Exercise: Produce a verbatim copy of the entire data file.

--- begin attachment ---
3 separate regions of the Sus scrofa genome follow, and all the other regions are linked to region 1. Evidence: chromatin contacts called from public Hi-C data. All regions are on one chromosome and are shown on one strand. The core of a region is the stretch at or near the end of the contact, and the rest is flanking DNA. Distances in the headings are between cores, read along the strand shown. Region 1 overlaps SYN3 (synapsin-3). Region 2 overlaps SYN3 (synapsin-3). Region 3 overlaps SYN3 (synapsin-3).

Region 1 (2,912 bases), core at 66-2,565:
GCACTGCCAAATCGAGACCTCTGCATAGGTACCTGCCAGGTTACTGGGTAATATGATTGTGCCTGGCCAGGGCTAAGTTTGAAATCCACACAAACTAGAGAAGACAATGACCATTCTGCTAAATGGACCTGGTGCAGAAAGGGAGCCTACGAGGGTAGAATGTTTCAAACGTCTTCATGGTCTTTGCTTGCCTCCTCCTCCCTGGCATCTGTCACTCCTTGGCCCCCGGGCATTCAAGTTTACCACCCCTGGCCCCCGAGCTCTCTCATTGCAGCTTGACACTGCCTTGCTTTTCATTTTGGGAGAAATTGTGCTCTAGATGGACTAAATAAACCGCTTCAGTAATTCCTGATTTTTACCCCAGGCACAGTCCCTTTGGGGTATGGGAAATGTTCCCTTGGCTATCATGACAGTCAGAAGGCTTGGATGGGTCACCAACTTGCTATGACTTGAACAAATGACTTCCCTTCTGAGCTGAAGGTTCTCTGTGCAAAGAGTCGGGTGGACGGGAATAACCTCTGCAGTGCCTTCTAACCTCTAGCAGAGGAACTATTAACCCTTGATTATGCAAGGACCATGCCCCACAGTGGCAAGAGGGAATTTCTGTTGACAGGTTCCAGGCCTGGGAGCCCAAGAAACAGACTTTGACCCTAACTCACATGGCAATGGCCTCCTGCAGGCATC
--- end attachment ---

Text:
3 separate regions of the Sus scrofa genome follow, and all the other regions are linked to region 1. Evidence: chromatin contacts called from public Hi-C data. All regions are on one chromosome and are shown on one strand. The core of a region is the stretch at or near the end of the contact, and the rest is flanking DNA. Distances in the headings are between cores, read along the strand shown. Region 1 overlaps SYN3 (synapsin-3). Region 2 overlaps SYN3 (synapsin-3). Region 3 overlaps SYN3 (synapsin-3).

Region 1 (2,912 bases), core at 66-2,565:
GCACTGCCAAATCGAGACCTCTGCATAGGTACCTGCCAGGTTACTGGGTAATATGATTGTGCCTGGCCAGGGCTAAGTTTGAAATCCACACAAACTAGAGAAGACAATGACCATTCTGCTAAATGGACCTGGTGCAGAAAGGGAGCCTACGAGGGTAGAATGTTTCAAACGTCTTCATGGTCTTTGCTTGCCTCCTCCTCCCTGGCATCTGTCACTCCTTGGCCCCCGGGCATTCAAGTTTACCACCCCTGGCCCCCGAGCTCTCTCATTGCAGCTTGACACTGCCTTGCTTTTCATTTTGGGAGAAATTGTGCTCTAGATGGACTAAATAAACCGCTTCAGTAATTCCTGATTTTTACCCCAGGCACAGTCCCTTTGGGGTATGGGAAATGTTCCCTTGGCTATCATGACAGTCAGAAGGCTTGGATGGGTCACCAACTTGCTATGACTTGAACAAATGACTTCCCTTCTGAGCTGAAGGTTCTCTGTGCAAAGAGTCGGGTGGACGGGAATAACCTCTGCAGTGCCTTCTAACCTCTAGCAGAGGAACTATTAACCCTTGATTATGCAAGGACCATGCCCCACAGTGGCAAGAGGGAATTTCTGTTGACAGGTTCCAGGCCTGGGAGCCCAAGAAACAGACTTTGACCCTAACTCACATGGCAATGGCCTCCTGCAGGCATC